The revenue cycle has a key role to play in ensuring healthcare providers receive full reimbursement for the care they provide. Within the revenue cycle, data analytics can help identify problem areas for staff to address and improve upon.
In a panel at the Becker's Hospital Review 2nd Annual CIO/HIT + Revenue Cycle Conference, panelists from three organizations shared their thoughts on revenue cycle management, payer contracting and data analytics.
Panelists were Michael Berger, director of revenue cycle at New Brunswick, N.J.-based Saint Peter's University Hospital and president of The M. Berger Consulting Group; Amanda Crowell, director of payer contracting at West Des Moines, Iowa-based UnityPoint Health; and Jho Outlaw, senior vice president of revenue cycle services at SourceMed, a provider of software, analytics and revenue cycle management services for outpatient facilities.
Highlighted below are some of the main takeaways from the panel discussion.
1. Staff are still essential. Mr. Berger said quality revenue cycle staff is still needed today, even with data analytics and other technology that is available. However, organizations are not always able to attract experienced revenue cycle staff due to salary or budget constraints. Additionally, organizations are battling with the belief that technology can replace staff or, at minimum, significantly reduce staffing requirements. He said technology should continue to be viewed as an "enabler" — allowing organizations to do things they cannot otherwise do, do things better and potentially provide cost relief alongside a strong human workforce.
2. Payer contracts should be understood by all staff. Data analytics inform staff when to follow up with payers on claims, but, to ensure full reimbursement by the payer, a provider's revenue cycle staff must fully understand the organization's payer contracts, Ms. Outlaw said. So her organization ensures contract transparency all the way down to the collector level. "I remember when we wouldn't let them see the contracts, but now we have learning sessions so they are familiar with the contracts and can have intelligent conversations with payers. Collectors have to have a certain [tenacious] personality type today," she added.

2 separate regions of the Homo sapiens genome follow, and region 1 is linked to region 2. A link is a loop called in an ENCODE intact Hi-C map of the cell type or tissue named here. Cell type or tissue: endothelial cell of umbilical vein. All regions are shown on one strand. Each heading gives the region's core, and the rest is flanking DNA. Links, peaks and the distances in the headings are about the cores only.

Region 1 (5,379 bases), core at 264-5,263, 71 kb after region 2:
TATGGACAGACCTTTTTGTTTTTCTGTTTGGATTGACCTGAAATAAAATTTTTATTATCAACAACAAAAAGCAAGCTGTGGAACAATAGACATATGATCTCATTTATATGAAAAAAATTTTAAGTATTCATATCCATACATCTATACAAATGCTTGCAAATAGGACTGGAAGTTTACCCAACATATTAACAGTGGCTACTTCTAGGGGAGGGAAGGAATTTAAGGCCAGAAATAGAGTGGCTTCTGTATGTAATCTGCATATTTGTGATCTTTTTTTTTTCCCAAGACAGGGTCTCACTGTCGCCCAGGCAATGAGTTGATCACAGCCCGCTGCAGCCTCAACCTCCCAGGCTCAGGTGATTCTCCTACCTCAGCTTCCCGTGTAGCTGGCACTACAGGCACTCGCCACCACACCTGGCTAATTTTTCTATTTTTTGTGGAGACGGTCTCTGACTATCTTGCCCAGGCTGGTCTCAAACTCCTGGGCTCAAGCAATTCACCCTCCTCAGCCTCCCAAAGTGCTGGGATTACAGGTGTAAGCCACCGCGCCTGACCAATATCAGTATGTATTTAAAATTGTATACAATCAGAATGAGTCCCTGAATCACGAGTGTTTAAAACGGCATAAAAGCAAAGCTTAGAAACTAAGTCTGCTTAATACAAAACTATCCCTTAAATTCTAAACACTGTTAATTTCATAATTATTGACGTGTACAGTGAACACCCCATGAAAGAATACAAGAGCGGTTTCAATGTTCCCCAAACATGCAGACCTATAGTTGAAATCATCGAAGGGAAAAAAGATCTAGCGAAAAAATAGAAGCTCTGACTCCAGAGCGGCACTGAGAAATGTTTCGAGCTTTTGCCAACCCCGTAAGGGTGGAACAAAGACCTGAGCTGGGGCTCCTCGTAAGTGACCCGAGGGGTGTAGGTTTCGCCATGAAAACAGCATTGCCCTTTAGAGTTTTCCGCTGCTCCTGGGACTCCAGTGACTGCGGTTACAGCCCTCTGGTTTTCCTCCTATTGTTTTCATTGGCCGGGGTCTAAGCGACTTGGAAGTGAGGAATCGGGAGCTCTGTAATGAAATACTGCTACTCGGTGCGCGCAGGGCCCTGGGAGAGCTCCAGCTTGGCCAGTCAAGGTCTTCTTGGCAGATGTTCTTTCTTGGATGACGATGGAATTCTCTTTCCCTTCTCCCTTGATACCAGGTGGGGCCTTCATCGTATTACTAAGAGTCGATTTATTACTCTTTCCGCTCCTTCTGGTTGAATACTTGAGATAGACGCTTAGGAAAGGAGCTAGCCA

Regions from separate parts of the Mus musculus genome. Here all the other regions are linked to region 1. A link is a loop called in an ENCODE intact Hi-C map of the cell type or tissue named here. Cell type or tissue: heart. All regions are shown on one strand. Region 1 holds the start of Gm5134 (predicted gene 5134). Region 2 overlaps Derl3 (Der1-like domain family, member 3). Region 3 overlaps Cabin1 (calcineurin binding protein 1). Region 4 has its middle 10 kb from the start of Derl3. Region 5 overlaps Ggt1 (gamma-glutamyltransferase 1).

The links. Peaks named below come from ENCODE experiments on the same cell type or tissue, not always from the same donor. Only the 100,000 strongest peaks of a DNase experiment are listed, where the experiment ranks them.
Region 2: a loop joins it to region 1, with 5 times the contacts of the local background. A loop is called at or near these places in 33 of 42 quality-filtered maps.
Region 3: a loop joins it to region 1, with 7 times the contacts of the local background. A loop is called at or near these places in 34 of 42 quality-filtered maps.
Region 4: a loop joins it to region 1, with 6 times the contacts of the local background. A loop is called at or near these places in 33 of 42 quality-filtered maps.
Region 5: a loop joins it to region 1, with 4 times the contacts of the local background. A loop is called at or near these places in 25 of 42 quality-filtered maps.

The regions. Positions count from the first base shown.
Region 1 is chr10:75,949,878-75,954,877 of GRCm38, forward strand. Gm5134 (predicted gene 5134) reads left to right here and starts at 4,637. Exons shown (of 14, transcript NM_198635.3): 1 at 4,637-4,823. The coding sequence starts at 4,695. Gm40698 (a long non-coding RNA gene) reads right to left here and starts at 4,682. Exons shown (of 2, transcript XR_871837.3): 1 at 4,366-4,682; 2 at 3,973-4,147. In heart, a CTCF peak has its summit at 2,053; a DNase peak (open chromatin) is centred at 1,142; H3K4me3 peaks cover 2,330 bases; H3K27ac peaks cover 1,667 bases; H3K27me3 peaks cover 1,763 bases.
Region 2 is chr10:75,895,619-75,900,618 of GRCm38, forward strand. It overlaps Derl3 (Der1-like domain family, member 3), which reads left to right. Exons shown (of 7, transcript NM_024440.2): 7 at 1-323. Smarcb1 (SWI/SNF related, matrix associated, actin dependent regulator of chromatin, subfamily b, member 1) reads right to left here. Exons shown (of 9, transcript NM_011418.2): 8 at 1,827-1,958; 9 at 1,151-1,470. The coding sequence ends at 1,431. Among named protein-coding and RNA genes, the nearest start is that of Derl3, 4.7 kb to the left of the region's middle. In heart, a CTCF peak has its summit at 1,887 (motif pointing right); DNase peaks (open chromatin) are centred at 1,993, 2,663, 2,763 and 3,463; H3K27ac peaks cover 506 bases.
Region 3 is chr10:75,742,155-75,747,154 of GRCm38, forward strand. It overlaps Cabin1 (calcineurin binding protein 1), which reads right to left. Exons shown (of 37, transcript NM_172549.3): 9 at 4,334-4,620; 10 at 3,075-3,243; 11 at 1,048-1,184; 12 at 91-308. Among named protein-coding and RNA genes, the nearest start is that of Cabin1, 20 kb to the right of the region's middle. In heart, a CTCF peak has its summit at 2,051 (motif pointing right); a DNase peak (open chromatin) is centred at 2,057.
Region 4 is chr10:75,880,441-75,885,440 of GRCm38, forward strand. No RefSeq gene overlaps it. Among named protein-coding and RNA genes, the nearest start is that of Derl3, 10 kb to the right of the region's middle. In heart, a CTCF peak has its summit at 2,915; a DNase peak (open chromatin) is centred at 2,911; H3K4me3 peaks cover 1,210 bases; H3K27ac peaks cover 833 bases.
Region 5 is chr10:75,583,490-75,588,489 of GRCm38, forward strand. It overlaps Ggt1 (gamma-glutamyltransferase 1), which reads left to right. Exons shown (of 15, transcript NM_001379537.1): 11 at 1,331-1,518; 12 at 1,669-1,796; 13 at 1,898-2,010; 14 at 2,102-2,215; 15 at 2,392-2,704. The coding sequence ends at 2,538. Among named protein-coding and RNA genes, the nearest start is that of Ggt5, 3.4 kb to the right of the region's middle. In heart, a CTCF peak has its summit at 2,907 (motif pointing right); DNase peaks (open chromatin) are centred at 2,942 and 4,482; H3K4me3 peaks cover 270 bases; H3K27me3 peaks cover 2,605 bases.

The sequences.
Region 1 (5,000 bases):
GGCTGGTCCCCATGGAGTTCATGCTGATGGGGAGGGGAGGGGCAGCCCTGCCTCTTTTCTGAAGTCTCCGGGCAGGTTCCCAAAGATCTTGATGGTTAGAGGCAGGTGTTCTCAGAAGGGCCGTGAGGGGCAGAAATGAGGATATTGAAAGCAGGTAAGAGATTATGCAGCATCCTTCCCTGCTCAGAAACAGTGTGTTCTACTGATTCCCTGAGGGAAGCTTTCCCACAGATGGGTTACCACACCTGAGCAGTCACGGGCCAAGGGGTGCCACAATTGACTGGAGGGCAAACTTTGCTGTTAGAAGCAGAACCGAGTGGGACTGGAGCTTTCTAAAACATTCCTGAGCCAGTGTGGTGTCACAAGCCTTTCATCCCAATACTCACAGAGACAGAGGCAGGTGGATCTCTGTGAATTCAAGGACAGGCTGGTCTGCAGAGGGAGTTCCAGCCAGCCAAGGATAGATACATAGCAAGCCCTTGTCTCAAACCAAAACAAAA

3. Set goals for staff. Ms. Outlaw's organization also sets collections goals for revenue cycle staff. Those goals don't only pertain to the number of payer accounts they must follow up with per day, but also outcomes. This means Ms. Outlaw holds her teams accountable to deliver tangible results for customers in key areas — for example, driving down days in accounts receivable (Less than 17 percent of accounts receivable above 90 days is considered healthy, per industry standards). Ms. Outlaw said monitoring these key performance indicators on a consistent basis using analytics helps ensure things are on track and spotlights potential problem areas to address before they become major issues.
4. Use metrics to measure revenue cycle progress. UnityPoint Health uses a metric called "net revenue yield" that compares the expected revenue from a claim (based on the contract built in the organization's financial system) to overall payments six months post-billing. For instance, UnityPoint Health found one payer had an 80 to 85 percent net revenue yield. That's not optimum, as the system's best payers are typically within 95 to 98 percent. "During negotiations, we inform payers of their net revenue yield. The payer then wants more analytics and denial reports," Ms. Crowell said.
5. Centralizing revenue cycle functions can help optimize data analytics. Ms. Crowell's organization has centralized more of its revenue cycle functions and oversight, which she said has been helpful in leveraging data analytics to get the most reimbursement from payers. Through a denials team, centralized coding and strong working relationships between the other revenue cycle roles that remain regional, data is more consistently tracked. Previously, each region would send multiple emails to a contracting manager to keep track of trends and issues to share with a payer. With this new model, UnityPoint Health has consolidated reports to share trends data with payers.
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